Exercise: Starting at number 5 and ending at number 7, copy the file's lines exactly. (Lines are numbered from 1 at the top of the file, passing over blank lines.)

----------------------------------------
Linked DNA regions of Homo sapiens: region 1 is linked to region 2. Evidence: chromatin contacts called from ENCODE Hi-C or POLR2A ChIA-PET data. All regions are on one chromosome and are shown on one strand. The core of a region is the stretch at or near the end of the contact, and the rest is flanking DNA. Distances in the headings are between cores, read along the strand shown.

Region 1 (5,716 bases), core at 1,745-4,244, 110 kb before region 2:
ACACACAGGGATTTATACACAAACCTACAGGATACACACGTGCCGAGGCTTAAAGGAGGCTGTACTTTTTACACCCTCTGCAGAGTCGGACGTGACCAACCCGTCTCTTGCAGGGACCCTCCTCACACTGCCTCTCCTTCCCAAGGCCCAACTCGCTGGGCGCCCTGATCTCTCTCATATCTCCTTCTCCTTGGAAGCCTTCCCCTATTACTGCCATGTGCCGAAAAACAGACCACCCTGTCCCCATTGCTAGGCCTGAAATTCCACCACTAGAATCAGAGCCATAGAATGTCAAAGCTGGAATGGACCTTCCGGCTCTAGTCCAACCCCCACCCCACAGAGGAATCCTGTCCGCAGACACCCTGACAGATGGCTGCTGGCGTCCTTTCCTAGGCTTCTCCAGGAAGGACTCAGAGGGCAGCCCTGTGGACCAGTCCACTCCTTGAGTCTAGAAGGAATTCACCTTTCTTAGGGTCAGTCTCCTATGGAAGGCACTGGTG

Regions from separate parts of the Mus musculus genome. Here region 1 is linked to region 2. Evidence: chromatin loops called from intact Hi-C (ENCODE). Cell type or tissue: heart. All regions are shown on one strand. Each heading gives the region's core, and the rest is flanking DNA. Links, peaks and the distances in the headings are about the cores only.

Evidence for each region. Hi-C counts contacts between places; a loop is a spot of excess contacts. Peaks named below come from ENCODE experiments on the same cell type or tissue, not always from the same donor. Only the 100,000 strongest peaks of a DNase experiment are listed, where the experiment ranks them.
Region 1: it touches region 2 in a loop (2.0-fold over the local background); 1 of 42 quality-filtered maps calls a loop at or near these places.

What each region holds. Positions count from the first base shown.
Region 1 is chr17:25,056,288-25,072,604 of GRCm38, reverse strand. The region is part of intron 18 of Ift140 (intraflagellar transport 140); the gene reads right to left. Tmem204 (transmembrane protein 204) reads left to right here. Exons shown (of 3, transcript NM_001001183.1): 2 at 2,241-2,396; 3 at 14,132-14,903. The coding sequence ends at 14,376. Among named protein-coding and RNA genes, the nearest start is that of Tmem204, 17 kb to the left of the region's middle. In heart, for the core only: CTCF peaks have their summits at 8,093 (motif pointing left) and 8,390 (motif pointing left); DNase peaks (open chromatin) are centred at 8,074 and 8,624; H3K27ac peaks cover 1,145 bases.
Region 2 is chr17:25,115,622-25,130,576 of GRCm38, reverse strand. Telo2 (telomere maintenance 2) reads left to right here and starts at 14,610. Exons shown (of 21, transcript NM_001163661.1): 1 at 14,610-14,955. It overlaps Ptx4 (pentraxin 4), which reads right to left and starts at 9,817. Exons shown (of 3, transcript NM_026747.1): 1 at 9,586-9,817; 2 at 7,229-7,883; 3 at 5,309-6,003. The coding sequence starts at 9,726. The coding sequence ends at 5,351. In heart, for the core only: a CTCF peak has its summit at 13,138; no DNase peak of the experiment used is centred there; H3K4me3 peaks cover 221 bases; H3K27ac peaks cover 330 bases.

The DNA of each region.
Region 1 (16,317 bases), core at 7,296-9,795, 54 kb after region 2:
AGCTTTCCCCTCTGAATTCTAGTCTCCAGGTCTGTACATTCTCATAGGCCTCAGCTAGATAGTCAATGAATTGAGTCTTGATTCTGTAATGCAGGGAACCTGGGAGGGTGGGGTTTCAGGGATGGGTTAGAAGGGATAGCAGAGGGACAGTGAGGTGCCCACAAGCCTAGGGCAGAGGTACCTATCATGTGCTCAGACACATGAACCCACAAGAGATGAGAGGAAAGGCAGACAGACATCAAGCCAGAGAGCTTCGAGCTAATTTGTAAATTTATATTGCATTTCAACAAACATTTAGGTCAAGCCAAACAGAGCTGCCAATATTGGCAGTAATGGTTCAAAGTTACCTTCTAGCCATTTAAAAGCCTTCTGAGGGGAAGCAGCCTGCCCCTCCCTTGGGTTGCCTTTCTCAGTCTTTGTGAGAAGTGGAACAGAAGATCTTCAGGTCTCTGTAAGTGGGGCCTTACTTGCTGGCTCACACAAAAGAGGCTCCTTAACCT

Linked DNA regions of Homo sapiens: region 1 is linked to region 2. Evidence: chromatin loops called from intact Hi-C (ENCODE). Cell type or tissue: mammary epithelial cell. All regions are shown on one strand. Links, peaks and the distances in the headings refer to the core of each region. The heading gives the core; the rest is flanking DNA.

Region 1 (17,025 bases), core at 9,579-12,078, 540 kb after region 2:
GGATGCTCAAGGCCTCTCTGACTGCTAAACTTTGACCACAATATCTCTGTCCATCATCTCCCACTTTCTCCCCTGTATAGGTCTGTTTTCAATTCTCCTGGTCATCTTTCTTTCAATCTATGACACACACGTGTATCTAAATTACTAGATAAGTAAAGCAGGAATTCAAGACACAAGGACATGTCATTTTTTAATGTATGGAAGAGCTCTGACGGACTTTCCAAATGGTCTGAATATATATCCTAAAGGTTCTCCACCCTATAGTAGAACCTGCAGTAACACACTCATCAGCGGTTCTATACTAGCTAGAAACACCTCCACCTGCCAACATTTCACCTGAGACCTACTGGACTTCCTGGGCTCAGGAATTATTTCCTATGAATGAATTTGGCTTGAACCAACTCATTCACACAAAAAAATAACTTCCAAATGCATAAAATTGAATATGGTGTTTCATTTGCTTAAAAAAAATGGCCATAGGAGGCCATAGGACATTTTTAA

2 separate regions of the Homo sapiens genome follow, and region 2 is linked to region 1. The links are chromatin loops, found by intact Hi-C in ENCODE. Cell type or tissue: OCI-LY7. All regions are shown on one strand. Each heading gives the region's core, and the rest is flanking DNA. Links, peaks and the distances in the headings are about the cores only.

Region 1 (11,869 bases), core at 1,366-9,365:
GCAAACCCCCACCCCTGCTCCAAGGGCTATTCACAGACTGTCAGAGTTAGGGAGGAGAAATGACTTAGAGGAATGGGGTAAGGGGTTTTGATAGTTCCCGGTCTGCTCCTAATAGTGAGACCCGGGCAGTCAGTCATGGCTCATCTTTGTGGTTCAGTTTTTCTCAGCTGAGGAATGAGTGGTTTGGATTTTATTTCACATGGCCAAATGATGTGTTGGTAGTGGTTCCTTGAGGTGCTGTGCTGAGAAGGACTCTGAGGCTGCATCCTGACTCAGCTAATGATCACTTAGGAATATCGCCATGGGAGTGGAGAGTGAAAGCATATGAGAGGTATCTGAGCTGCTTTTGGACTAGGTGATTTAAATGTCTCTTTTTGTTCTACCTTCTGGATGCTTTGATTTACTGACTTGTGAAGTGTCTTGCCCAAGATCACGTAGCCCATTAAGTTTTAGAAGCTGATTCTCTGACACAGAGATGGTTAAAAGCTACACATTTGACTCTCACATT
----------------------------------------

Evidence for each region. Hi-C counts contacts between places; a loop is a spot of excess contacts. Peaks named below come from ENCODE experiments on the same cell type or tissue, not always from the same donor. Only the 100,000 strongest peaks of a DNase experiment are listed, where the experiment ranks them.
Region 1: it touches region 2 in a loop (2.0-fold over the local background); 1 of 42 quality-filtered maps calls a loop at or near these places.

What each region holds. Positions count from the first base shown.